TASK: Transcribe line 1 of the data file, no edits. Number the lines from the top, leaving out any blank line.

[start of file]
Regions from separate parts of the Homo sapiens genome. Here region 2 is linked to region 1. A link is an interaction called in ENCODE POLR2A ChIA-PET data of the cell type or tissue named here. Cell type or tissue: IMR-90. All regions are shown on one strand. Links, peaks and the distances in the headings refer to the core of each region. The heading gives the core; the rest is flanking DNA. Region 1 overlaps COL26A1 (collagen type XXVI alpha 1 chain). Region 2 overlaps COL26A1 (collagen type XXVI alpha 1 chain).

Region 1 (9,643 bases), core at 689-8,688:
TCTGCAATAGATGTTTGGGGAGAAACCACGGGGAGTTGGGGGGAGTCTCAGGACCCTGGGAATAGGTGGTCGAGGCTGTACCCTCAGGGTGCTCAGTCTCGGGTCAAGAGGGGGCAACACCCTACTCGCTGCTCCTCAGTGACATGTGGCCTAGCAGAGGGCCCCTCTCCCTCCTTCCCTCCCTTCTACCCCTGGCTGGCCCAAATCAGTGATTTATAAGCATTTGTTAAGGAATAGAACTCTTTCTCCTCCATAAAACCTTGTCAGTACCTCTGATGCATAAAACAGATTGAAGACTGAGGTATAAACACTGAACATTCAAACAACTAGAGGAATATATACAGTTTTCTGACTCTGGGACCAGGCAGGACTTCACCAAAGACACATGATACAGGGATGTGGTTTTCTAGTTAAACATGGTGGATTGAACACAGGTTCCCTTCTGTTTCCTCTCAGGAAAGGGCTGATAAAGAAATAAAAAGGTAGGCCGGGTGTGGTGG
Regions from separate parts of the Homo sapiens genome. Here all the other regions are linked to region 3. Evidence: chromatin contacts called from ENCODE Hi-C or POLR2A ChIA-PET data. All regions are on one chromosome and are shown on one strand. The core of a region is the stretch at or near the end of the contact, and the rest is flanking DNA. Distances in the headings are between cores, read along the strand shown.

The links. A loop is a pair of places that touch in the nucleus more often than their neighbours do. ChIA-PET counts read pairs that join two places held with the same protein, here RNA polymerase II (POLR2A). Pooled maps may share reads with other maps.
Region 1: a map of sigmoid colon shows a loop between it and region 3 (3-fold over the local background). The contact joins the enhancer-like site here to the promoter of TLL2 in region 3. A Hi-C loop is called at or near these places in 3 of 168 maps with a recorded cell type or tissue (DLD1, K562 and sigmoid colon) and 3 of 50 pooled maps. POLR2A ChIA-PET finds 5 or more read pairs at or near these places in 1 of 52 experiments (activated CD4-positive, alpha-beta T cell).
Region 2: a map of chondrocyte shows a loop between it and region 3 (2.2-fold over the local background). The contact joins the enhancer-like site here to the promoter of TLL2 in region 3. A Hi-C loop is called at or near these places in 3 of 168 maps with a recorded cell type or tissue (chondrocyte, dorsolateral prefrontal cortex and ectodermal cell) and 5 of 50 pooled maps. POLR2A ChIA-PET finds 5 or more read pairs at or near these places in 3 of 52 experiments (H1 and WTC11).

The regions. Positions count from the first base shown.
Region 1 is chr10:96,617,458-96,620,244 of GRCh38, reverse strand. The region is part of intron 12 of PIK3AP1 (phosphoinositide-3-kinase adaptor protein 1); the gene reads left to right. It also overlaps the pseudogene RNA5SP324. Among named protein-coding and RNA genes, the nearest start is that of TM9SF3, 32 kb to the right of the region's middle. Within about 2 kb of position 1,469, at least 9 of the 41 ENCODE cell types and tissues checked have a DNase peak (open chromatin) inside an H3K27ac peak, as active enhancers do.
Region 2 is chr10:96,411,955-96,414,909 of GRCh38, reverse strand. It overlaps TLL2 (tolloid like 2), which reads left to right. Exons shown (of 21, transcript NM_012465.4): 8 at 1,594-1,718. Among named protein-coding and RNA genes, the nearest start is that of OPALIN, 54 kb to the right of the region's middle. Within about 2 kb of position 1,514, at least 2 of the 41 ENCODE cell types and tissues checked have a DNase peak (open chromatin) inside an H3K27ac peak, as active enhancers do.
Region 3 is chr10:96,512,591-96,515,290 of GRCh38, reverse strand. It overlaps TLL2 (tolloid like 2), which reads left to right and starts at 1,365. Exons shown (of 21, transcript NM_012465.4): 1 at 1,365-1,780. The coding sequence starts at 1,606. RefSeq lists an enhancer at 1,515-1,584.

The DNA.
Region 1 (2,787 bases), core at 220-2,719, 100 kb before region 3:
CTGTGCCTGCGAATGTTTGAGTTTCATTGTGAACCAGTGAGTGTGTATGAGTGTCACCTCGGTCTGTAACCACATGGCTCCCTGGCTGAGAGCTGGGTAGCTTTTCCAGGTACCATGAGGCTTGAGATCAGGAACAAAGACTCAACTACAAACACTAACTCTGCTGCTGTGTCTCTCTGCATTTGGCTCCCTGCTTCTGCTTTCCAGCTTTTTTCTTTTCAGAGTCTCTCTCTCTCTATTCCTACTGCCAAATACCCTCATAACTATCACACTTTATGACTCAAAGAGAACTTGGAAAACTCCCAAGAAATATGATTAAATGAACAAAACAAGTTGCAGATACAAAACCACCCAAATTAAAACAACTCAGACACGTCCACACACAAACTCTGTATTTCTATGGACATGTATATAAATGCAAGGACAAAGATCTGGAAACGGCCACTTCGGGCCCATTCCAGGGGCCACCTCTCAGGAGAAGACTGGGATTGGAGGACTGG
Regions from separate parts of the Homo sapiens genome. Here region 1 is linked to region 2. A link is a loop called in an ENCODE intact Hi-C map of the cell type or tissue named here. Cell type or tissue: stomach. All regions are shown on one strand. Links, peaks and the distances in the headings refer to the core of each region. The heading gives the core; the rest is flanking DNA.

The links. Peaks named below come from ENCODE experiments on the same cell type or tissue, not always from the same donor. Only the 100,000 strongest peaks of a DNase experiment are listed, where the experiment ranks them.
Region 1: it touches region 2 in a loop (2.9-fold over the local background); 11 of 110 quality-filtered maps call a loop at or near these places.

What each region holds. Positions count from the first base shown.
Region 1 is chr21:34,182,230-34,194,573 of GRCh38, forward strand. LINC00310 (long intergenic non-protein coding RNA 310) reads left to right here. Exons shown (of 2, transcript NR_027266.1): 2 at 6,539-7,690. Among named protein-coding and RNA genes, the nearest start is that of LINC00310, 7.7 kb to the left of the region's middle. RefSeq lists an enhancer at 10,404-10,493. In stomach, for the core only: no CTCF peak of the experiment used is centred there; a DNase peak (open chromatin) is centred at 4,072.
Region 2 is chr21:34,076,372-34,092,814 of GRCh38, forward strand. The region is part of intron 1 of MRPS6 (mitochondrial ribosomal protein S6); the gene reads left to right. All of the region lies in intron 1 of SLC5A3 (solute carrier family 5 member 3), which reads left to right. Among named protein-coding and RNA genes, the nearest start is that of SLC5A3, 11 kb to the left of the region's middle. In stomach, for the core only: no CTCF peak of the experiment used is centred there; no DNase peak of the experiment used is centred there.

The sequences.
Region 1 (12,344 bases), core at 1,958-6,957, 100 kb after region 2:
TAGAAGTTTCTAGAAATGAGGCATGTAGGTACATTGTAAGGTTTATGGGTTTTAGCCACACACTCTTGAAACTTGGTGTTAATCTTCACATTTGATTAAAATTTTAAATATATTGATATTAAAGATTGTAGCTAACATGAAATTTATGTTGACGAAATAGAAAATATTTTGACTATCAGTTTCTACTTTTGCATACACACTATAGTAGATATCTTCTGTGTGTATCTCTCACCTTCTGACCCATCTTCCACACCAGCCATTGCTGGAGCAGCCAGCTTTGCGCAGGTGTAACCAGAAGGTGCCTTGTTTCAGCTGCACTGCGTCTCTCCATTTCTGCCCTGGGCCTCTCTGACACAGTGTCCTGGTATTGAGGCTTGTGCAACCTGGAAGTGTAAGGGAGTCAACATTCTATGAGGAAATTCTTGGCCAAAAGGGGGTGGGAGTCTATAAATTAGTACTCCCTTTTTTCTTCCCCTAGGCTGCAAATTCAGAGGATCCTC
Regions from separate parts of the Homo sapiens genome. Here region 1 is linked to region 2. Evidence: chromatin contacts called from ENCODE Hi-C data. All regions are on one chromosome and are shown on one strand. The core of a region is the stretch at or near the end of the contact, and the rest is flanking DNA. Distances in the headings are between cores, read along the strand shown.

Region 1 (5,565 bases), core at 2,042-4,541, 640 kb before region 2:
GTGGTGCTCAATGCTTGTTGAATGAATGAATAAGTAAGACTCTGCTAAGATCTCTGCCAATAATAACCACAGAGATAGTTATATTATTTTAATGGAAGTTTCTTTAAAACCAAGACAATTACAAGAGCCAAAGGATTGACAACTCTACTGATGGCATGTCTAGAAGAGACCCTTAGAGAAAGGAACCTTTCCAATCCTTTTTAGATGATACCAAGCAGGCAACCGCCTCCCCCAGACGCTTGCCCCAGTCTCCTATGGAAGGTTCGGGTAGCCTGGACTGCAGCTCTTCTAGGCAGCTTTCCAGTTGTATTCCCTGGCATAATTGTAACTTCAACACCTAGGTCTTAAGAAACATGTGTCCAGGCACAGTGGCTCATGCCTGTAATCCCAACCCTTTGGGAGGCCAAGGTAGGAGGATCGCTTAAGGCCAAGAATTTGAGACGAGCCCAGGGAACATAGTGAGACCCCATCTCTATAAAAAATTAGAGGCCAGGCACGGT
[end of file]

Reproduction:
Regions from separate parts of the Homo sapiens genome. Here region 2 is linked to region 1. A link is an interaction called in ENCODE POLR2A ChIA-PET data of the cell type or tissue named here. Cell type or tissue: IMR-90. All regions are shown on one strand. Links, peaks and the distances in the headings refer to the core of each region. The heading gives the core; the rest is flanking DNA. Region 1 overlaps COL26A1 (collagen type XXVI alpha 1 chain). Region 2 overlaps COL26A1 (collagen type XXVI alpha 1 chain).